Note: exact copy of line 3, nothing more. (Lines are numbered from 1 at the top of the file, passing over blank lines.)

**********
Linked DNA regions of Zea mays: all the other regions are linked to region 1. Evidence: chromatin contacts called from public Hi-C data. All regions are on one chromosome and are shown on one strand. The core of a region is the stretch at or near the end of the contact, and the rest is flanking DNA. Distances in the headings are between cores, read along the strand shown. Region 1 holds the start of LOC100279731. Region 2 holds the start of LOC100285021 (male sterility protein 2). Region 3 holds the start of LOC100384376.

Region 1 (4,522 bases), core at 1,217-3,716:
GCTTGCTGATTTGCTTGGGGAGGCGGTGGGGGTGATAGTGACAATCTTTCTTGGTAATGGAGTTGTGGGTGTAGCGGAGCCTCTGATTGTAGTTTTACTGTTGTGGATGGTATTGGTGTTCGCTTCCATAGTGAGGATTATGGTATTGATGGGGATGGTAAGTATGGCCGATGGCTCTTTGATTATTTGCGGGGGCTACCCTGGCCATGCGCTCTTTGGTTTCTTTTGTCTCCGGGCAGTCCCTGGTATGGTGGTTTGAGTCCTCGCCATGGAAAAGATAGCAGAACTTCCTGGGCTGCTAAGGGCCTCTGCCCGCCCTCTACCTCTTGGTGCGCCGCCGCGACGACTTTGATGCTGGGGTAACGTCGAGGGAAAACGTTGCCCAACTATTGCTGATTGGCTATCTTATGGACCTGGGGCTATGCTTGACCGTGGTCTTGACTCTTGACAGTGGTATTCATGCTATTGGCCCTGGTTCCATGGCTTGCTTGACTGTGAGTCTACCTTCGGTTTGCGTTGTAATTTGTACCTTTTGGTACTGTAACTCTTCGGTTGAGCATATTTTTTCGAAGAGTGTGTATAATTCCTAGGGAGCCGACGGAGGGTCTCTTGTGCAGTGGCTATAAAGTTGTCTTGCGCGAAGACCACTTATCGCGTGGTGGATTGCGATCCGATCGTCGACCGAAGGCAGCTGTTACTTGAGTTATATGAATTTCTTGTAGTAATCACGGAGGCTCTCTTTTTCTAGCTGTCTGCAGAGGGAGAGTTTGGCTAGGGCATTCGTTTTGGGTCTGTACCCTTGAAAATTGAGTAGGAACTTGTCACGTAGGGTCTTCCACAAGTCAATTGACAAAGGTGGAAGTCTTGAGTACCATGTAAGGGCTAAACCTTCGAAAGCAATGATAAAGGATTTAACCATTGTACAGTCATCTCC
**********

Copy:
GCTTGCTGATTTGCTTGGGGAGGCGGTGGGGGTGATAGTGACAATCTTTCTTGGTAATGGAGTTGTGGGTGTAGCGGAGCCTCTGATTGTAGTTTTACTGTTGTGGATGGTATTGGTGTTCGCTTCCATAGTGAGGATTATGGTATTGATGGGGATGGTAAGTATGGCCGATGGCTCTTTGATTATTTGCGGGGGCTACCCTGGCCATGCGCTCTTTGGTTTCTTTTGTCTCCGGGCAGTCCCTGGTATGGTGGTTTGAGTCCTCGCCATGGAAAAGATAGCAGAACTTCCTGGGCTGCTAAGGGCCTCTGCCCGCCCTCTACCTCTTGGTGCGCCGCCGCGACGACTTTGATGCTGGGGTAACGTCGAGGGAAAACGTTGCCCAACTATTGCTGATTGGCTATCTTATGGACCTGGGGCTATGCTTGACCGTGGTCTTGACTCTTGACAGTGGTATTCATGCTATTGGCCCTGGTTCCATGGCTTGCTTGACTGTGAGTCTACCTTCGGTTTGCGTTGTAATTTGTACCTTTTGGTACTGTAACTCTTCGGTTGAGCATATTTTTTCGAAGAGTGTGTATAATTCCTAGGGAGCCGACGGAGGGTCTCTTGTGCAGTGGCTATAAAGTTGTCTTGCGCGAAGACCACTTATCGCGTGGTGGATTGCGATCCGATCGTCGACCGAAGGCAGCTGTTACTTGAGTTATATGAATTTCTTGTAGTAATCACGGAGGCTCTCTTTTTCTAGCTGTCTGCAGAGGGAGAGTTTGGCTAGGGCATTCGTTTTGGGTCTGTACCCTTGAAAATTGAGTAGGAACTTGTCACGTAGGGTCTTCCACAAGTCAATTGACAAAGGTGGAAGTCTTGAGTACCATGTAAGGGCTAAACCTTCGAAAGCAATGATAAAGGATTTAACCATTGTACAGTCATCTCC